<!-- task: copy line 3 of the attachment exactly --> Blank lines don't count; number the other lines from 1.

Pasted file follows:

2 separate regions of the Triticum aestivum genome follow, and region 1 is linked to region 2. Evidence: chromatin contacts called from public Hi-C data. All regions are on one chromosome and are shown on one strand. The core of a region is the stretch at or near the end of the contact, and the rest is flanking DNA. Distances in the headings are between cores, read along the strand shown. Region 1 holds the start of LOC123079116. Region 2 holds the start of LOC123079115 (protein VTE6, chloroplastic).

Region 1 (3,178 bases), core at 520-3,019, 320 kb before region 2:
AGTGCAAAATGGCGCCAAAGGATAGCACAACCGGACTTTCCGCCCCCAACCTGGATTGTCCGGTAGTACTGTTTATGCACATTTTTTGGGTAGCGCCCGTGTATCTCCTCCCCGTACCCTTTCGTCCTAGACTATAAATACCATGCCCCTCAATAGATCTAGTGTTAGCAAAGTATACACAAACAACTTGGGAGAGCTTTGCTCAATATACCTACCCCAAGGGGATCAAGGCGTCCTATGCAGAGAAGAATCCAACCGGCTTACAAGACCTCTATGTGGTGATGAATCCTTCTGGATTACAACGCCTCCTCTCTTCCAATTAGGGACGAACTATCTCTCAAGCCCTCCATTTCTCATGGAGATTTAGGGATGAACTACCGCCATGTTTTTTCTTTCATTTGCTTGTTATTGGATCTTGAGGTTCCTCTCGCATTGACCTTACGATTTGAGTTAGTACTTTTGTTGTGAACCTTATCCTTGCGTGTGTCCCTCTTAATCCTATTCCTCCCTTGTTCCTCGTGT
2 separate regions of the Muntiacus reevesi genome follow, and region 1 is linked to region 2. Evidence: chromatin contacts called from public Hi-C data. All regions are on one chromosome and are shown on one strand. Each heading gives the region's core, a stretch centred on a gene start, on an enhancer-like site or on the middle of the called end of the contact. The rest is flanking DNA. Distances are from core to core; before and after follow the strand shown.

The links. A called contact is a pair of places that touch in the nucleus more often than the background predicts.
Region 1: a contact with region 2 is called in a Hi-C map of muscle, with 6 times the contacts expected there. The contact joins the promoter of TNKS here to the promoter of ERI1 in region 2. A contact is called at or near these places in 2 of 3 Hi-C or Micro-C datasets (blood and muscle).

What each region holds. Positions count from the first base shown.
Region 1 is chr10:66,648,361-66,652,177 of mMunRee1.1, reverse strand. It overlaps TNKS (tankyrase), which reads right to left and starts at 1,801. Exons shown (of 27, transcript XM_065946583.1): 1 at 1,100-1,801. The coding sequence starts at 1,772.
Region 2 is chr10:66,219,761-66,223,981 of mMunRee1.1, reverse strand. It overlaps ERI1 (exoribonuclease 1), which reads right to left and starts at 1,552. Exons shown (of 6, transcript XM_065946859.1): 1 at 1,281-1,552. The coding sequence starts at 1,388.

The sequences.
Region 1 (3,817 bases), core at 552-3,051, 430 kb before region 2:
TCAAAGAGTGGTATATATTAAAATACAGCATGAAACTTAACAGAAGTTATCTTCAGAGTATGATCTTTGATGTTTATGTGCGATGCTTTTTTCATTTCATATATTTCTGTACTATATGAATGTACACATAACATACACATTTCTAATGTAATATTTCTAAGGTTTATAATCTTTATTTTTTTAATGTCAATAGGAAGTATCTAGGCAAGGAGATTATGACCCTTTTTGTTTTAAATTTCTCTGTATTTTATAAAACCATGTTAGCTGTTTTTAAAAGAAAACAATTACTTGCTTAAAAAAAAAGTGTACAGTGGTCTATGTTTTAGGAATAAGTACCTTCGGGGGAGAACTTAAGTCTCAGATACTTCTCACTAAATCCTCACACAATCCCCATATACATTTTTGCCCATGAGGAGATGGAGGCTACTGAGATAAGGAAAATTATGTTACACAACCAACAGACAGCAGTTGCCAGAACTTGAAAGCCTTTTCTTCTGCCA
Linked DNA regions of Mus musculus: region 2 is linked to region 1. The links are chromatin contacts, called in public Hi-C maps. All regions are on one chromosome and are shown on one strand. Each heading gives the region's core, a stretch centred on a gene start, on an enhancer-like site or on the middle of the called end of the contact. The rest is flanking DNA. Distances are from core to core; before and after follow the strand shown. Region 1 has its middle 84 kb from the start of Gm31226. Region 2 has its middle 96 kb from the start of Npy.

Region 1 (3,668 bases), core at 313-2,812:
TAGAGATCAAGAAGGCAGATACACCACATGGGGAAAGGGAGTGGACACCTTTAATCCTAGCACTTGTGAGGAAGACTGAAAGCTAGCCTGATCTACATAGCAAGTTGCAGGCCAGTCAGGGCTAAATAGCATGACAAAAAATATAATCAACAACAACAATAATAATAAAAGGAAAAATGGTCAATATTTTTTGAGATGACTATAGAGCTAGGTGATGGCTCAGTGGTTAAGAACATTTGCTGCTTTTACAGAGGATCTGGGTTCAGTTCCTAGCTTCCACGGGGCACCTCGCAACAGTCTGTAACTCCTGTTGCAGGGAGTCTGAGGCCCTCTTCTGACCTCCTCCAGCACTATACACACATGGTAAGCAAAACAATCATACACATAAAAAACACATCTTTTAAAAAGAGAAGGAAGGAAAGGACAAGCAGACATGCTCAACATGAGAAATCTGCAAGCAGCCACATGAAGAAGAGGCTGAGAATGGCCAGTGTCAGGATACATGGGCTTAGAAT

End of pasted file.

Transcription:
AGTGCAAAATGGCGCCAAAGGATAGCACAACCGGACTTTCCGCCCCCAACCTGGATTGTCCGGTAGTACTGTTTATGCACATTTTTTGGGTAGCGCCCGTGTATCTCCTCCCCGTACCCTTTCGTCCTAGACTATAAATACCATGCCCCTCAATAGATCTAGTGTTAGCAAAGTATACACAAACAACTTGGGAGAGCTTTGCTCAATATACCTACCCCAAGGGGATCAAGGCGTCCTATGCAGAGAAGAATCCAACCGGCTTACAAGACCTCTATGTGGTGATGAATCCTTCTGGATTACAACGCCTCCTCTCTTCCAATTAGGGACGAACTATCTCTCAAGCCCTCCATTTCTCATGGAGATTTAGGGATGAACTACCGCCATGTTTTTTCTTTCATTTGCTTGTTATTGGATCTTGAGGTTCCTCTCGCATTGACCTTACGATTTGAGTTAGTACTTTTGTTGTGAACCTTATCCTTGCGTGTGTCCCTCTTAATCCTATTCCTCCCTTGTTCCTCGTGT